AAA offers a number of tips for safe travel over the Memorial Day weekend, including:

• Don’t drive aggressively
• Make sure your car is properly serviced before heading off
• Don’t keep stepping on the brakes
• Program your GPS before you get in the car not while you are stuck in traffic

Even though it is a holiday weekend, if you were injured in a Chicago car accident that was caused by another party’s reckless or negligent driving or because a vehicle malfunctioned or a traffic light didn’t work properly, it is important that you report the incident and speak with a Cook County motor vehicle crash lawyer about your case.

More people expected to travel this holiday weekend, SunTimes, May 28, 2010

Related Web Resources:

CyberDrive, Illinois

Continue reading "Drive Carefully to Prevent Cook County Car Accidents: AAA Chicago Says 1.5 Million Motorists to Drive from Illinois Over Memorial Weekend" »

April 9, 2010

Chicago Bus Accident Lawsuit Sues CTA for Cook County Wrongful Death After Man Falls Under Commercial Carrier

The family of James Minter is suing the Chicago Transit Authority for his Cook County bus accident death. Minter, 53, was fatally injured on March 18 after he fell beneath a No. 9/Ashland bus that was driving away from Ashland Avenue’s southwest corner as the stop light turned green. He was hit by the commercial bus’s rear tires.

According to the Chicago wrongful death lawsuit, the bus driver failed to check the mirror, did not make sure that Minter was on the curb, and did not stop after the pedestrian fell under the bus. He was pronounced dead at Stroger Hospital.

According to an autopsy report, Minter’s death from multiple injuries during a Chicago pedestrian accident involving a bus was accidental.

Bus Accidents
Hundreds of people are killed in bus crashes each year while thousands of others are injured. Bus passengers, pedestrians, motorcyclists, and the occupants of other vehicles are among those that can get hurt. Buses are usually owned by school districts, government entities, or private companies.

Illinois’ Common Carrier Liability Act holds public transportation vehicles and their operators accountable for providing clients the highest degree of safety, even more so than vehicles owned by transportation companies and private operators. As a Cook County bus accident victim, you may have grounds for a Chicago injury case.

On March 18, the widow of Wesley Krueger sued Megabus and driver Shervyle Pruitt for wrongful death. Krueger, a South Holland resident, died during a Chicago pedestrian accident when he was hit by a Megabus while in a crosswalk.

Linda Krueger claims that the bus driver committed six traffic violations, including failure to yield the right of way. She says his actions caused her husband’s death. Pruitt, 45, received citations for failing to yield the right of way to a pedestrian in a crosswalk and reckless driving. Linda is seeking unspecified damages.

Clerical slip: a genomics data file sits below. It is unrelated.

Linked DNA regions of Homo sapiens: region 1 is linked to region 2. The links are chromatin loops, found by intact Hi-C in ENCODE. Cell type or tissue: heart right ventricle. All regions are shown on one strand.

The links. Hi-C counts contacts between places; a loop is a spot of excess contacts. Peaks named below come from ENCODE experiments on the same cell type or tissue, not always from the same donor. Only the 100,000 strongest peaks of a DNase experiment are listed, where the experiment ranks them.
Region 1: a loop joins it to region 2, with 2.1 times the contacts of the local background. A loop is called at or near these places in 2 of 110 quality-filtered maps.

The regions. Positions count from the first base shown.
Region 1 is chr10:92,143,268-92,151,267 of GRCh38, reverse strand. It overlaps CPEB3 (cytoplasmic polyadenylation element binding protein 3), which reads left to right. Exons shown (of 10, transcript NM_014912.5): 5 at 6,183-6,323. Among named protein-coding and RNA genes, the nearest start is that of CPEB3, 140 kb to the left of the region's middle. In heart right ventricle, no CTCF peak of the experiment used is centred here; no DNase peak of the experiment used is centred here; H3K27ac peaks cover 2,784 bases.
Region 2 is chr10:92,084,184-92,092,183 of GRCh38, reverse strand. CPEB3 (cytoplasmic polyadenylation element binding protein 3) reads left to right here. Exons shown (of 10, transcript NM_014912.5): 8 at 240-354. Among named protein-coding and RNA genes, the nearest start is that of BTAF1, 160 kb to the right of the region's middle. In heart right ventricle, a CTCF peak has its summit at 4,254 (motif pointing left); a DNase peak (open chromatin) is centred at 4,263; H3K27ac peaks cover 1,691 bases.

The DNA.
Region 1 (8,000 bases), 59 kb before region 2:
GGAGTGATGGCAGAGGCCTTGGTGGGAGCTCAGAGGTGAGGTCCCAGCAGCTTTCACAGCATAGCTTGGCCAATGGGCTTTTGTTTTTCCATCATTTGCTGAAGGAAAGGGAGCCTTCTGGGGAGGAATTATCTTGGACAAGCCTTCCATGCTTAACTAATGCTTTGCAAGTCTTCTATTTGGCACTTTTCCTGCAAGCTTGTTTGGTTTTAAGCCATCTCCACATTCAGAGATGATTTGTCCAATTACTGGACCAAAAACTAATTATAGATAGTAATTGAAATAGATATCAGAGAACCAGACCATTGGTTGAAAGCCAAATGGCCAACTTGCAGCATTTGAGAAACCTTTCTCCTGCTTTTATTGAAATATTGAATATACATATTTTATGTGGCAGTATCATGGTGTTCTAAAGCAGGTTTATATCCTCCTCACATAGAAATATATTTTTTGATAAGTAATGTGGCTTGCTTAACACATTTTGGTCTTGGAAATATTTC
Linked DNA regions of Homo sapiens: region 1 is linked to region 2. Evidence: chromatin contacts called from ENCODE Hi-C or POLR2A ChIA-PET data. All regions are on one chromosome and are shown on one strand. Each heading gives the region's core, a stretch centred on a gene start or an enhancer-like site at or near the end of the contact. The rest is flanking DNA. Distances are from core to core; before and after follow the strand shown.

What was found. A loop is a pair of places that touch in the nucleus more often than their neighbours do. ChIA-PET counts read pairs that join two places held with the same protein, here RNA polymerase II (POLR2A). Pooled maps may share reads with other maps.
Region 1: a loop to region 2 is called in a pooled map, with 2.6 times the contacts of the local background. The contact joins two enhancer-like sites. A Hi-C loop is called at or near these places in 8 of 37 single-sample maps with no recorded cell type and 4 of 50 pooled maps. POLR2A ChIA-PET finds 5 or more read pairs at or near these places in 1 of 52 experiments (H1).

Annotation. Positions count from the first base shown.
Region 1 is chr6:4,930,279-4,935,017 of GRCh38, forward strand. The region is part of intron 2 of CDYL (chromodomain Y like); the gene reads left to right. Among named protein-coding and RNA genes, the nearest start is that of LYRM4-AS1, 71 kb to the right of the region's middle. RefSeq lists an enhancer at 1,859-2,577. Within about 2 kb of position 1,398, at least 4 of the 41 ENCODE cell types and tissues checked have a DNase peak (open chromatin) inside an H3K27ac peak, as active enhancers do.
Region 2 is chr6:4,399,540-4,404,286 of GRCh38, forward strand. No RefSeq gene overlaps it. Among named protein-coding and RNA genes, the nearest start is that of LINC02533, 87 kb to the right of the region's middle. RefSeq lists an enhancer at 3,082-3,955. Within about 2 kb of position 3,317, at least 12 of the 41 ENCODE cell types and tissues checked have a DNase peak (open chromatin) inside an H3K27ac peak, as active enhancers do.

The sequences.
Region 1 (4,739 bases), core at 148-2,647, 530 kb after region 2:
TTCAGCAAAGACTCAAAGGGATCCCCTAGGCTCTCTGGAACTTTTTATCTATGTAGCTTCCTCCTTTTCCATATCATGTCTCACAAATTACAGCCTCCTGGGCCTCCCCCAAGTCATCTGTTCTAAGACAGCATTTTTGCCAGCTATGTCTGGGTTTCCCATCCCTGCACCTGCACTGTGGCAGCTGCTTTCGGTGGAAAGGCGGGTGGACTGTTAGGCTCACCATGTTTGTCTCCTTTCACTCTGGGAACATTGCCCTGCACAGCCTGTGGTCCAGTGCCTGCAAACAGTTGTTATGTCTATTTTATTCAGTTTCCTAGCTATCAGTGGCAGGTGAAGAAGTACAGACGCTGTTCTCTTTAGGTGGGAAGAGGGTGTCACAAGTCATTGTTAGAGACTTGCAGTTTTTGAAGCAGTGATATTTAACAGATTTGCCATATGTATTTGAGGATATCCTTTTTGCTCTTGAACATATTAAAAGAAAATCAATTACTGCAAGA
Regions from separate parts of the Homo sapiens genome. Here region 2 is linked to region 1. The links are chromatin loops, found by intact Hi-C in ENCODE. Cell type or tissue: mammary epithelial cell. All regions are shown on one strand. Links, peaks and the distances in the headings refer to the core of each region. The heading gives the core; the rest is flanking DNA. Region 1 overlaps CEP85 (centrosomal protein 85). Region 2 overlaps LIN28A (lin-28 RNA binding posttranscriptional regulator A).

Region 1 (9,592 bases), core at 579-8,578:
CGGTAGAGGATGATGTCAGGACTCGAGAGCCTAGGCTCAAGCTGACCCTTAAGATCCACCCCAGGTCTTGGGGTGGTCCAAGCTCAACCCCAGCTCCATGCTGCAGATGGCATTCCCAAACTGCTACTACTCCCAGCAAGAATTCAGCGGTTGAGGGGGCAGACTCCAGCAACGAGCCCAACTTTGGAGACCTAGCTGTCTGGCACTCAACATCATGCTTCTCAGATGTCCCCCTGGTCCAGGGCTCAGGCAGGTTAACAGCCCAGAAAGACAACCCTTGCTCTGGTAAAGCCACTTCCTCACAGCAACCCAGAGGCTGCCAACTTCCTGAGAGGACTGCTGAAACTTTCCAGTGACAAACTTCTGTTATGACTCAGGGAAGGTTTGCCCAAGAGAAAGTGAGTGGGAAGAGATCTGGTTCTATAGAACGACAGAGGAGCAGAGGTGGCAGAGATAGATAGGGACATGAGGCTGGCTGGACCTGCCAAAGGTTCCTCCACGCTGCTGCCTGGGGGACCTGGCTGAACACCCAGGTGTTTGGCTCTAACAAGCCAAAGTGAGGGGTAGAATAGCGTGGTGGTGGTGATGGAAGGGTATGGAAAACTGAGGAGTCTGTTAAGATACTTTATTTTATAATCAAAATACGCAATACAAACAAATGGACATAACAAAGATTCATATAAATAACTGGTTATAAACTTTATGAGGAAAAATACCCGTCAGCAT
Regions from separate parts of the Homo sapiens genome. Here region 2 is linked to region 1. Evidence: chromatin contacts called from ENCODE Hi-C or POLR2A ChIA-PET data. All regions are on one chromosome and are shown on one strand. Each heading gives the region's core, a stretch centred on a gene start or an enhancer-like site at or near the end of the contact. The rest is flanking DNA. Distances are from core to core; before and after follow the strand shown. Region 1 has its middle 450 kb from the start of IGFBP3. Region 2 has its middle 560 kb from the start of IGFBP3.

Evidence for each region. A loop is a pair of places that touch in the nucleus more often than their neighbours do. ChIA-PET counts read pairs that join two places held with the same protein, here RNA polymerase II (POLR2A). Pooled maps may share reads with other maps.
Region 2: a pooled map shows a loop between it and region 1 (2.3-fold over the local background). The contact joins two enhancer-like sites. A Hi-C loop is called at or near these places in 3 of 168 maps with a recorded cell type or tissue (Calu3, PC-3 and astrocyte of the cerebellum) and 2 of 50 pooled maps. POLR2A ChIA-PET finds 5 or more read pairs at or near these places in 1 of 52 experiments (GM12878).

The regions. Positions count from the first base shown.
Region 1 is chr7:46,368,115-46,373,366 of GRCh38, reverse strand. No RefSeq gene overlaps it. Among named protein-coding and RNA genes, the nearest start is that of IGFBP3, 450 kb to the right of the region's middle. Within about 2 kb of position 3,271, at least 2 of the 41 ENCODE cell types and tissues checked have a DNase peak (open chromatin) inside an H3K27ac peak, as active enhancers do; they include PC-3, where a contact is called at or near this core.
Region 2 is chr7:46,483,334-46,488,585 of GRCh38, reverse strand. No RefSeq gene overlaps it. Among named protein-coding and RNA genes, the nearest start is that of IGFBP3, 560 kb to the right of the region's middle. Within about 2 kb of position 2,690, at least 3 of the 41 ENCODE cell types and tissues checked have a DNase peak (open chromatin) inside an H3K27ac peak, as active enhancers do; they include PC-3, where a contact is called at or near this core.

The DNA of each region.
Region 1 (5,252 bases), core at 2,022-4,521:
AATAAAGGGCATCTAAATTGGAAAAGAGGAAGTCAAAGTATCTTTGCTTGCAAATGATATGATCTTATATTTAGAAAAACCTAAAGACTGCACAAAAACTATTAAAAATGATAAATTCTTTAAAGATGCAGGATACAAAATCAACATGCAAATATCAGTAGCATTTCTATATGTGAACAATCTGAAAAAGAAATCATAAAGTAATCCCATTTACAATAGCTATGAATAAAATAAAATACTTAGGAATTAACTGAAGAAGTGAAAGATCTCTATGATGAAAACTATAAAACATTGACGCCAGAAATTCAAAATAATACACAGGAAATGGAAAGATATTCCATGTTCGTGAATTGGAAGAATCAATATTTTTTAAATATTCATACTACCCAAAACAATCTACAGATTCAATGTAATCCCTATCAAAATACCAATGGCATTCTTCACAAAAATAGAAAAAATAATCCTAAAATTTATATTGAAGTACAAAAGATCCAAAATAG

Family files suit in fatal bus accident, Chicago Breaking News, March 18, 2010

Autopsy Rules Death of Man Fatally Pinned Under CTA Bus an Accidental, MyFOXChicago.com, March 19, 2010

Suit filed by family of man killed by CTA bus, Chicago Breaking News, March 30, 2010

Related Web Resources:
Chicago Transit Authority

Illinois’ Common Carrier Liability Act

Bookmark and Share

February 5, 2010

Man Files Illinois Bus Accident Lawsuit Over Rear-End Crash

A man whose car was rear-ended by a Madison County Transit District bus is suing the bus operator and the transit district for Illinois personal injury. The Edwardsville bus crash occurred on January 9, 2009.

Police cited bus operator Terry L. Cook with failure to reduce speed to avoid a motor vehicle crash. He pleaded guilty to the charge and was placed on supervision for 90 days.

Plaintiff Alphonzo Gordon says he sustained serious and permanent injuries during the Illinois bus accident. He is accusing the bus driver of negligence, including failure to yield the right of way, failure to use ordinary care to ensure other motorists’ safety, and failure to warn of the bus’s approach. Gordon also claims that Cook drove his bus at an unreasonable and improper speed, followed more closely than what was prudent, and operated a vehicle that was equipped with inadequate brakes.

Gordon is seeking over $50,000 against the bus crash defendants. Bus passengers Britanny Grant and Zavonda Murray are also suing for Illinois personal injury damages.

Illinois Bus Accidents
As the operators of common carrier vehicles, commercial bus drivers owe a duty of care to their passengers and other motorists and pedestrians to exercise even more caution than other motorists so that Chicago, Illinois motor vehicle crashes do not happen.

Getting hit by a vehicle as large as a commercial bus can prove catastrophic for the victims. It can also cause serious injury to bus passengers who are likely not wearing safety belts to keep them secure during a rear-end crash, a side-impact crash, a rollover crash, or any other kind of bus crash.

Metro-East man files lawsuit after bus collision, KMOV, January 28, 2010

Related Web Resources:
Madison County Transit

Truck and Bus Drivers, FMCSA

Bookmark and Share

Watch Our Videos

Recent Entries